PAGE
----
Newspapers are among our favorite things at Journal of the American Revolution, providing endless information and insight about America’s Revolutionary era. In addition to news, notices, and opinion pieces, newspapers carried advertising that reveals important aspects of the people who placed ads and read them. Some of the ads were actually about people. When soldiers absconded from their duty, for example, army officers sometimes placed advertisements in newspapers, giving a description of the deserter and offering a reward for his return. American newspapers advertised thousands of deserters during the course of the war; this week, we’ll present one ad each day as a very brief survey of these important sources of information.
First off is the first deserter advertisement of the war. As a substantial American army coalesced on the heights around Boston in April, May and June of 1775, bringing order to this disorganized composite force was the greatest challenged faced by the army’s leaders.
Deserted from the subscribers company in Col. Wooster’s Regiment, one James Parker, a transient Irishman, about 36 years of age, middling stature, his face pitted with gun-powder, short black hair, had on a light colour’d coat, and is a taylor by trade. Whoever shall take up said deserter, and return him to the subscriber, shall be reasonably rewarded by Thomas Porter.
Waterbury, June 12, 1775.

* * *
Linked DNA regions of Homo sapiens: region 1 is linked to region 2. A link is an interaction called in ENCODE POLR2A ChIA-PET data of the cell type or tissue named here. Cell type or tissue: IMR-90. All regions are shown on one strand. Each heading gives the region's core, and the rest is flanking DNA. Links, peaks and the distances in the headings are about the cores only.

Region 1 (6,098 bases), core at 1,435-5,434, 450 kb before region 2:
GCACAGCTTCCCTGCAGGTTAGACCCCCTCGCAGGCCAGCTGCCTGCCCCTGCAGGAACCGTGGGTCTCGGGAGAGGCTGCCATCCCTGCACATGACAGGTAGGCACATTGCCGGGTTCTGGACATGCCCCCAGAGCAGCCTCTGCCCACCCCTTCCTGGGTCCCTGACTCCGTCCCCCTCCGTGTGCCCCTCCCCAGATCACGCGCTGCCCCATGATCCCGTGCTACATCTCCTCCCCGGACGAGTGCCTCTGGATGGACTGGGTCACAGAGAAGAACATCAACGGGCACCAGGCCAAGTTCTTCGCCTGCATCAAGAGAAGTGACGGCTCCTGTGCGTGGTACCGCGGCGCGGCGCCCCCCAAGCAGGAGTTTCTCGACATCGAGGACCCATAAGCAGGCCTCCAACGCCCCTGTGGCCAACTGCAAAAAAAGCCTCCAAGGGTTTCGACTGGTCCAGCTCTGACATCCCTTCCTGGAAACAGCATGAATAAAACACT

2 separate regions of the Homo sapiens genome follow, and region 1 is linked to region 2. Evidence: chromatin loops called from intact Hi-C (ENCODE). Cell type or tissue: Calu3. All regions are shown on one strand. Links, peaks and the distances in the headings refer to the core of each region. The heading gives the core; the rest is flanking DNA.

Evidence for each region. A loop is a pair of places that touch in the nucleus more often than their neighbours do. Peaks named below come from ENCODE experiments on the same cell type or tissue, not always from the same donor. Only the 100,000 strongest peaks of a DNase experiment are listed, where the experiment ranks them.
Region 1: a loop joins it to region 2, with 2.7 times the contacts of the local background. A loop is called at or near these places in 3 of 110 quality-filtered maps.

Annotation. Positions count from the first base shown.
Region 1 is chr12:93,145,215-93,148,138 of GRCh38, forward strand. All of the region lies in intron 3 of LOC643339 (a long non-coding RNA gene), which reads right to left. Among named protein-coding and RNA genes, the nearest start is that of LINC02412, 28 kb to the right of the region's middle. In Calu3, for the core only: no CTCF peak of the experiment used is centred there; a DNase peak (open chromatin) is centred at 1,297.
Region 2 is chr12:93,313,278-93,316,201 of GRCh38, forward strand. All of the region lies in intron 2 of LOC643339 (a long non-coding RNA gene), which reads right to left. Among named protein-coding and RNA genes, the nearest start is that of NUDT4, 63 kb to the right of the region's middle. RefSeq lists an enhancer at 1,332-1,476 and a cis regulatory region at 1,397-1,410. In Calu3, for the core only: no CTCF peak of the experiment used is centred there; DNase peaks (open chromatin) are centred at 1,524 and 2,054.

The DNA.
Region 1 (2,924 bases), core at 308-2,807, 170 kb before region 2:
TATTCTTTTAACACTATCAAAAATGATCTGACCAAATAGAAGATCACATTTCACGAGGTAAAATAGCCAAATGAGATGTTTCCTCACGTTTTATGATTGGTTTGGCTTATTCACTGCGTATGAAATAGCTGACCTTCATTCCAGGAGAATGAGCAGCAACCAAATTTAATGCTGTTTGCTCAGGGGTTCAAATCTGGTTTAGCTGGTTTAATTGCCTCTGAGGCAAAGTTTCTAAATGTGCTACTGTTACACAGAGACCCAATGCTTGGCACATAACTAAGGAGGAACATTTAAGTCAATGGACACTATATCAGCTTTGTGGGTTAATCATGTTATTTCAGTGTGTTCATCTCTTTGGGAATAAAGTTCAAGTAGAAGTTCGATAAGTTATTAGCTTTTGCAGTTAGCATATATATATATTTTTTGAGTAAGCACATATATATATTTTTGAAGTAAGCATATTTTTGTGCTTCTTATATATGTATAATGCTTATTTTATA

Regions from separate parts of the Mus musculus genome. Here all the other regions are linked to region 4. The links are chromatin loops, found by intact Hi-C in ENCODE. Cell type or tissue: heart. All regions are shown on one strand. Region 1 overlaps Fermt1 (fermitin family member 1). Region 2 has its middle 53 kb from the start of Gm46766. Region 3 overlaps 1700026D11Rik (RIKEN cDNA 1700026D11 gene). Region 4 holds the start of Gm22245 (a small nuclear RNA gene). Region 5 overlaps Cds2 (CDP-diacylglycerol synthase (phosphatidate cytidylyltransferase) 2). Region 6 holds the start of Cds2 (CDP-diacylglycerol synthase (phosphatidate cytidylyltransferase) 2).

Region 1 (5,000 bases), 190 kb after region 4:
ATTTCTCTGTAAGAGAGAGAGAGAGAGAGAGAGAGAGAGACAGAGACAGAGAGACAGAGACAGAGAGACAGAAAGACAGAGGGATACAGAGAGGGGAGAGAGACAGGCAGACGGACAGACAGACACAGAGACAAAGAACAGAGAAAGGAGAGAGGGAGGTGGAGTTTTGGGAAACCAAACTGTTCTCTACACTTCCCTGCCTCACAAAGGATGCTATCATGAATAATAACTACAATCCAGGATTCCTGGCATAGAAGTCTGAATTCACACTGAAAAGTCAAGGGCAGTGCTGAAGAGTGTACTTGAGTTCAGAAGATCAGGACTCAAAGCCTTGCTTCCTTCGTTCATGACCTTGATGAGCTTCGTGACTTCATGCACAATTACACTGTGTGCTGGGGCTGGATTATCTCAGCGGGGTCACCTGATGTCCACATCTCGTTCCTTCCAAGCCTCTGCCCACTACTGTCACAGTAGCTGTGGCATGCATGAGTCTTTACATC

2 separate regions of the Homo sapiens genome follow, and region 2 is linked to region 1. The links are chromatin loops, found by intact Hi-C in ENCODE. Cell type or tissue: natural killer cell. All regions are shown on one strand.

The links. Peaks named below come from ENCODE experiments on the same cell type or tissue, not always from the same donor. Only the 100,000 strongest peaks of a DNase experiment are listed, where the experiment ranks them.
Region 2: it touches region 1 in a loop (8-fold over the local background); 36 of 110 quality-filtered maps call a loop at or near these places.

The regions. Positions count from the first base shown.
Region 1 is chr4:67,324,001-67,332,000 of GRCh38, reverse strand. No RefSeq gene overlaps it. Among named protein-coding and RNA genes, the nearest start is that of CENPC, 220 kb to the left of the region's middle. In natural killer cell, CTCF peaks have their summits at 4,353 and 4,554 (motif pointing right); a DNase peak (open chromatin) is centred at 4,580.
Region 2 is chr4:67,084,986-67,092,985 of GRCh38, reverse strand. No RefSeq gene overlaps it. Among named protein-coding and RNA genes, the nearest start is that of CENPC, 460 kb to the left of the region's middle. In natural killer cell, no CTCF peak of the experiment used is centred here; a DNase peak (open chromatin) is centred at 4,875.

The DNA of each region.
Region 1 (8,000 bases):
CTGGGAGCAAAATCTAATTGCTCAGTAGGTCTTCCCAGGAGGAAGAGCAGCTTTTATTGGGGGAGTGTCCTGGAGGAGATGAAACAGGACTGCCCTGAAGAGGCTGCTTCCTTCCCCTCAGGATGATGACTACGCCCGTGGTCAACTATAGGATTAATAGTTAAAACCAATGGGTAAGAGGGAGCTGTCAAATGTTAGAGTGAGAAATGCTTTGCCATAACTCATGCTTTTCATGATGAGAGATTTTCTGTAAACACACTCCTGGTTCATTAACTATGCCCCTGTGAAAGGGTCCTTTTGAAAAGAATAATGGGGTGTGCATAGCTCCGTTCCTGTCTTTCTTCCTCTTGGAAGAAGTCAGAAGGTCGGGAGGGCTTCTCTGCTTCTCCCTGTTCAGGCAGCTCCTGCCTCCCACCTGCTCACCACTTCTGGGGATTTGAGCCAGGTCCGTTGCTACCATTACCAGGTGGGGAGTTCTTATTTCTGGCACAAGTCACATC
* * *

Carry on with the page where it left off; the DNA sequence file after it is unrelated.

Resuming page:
[Connecticut Courant, June 12, 1775]
This ad is not remarkable in any way other than that it is the first known published advertisement for a deserter from the Americans during the Revolutionary War. Soldiers had certainly deserted before this; desertion was a constant problem for armies of this era, and particularly for the amalgam American army that fought in the Revolution. The British army had advertised for deserters in America before this, and there were of course many advertisements placed during the French and Indian War. But this was a new army in a new war, so this otherwise-unremarkable tailor with a powder-pitted face holds a special place in the history of American advertising.
Many newspapers published in America during the eighteenth century can be read and searched using internet databases; the premier source is America’s Historical Newspapers. Most require subscriptions, but many public libraries and university libraries have subscriptions that patrons can use. Check with your local library system, or your state university library system (many states allow residents to have access to state university library resources).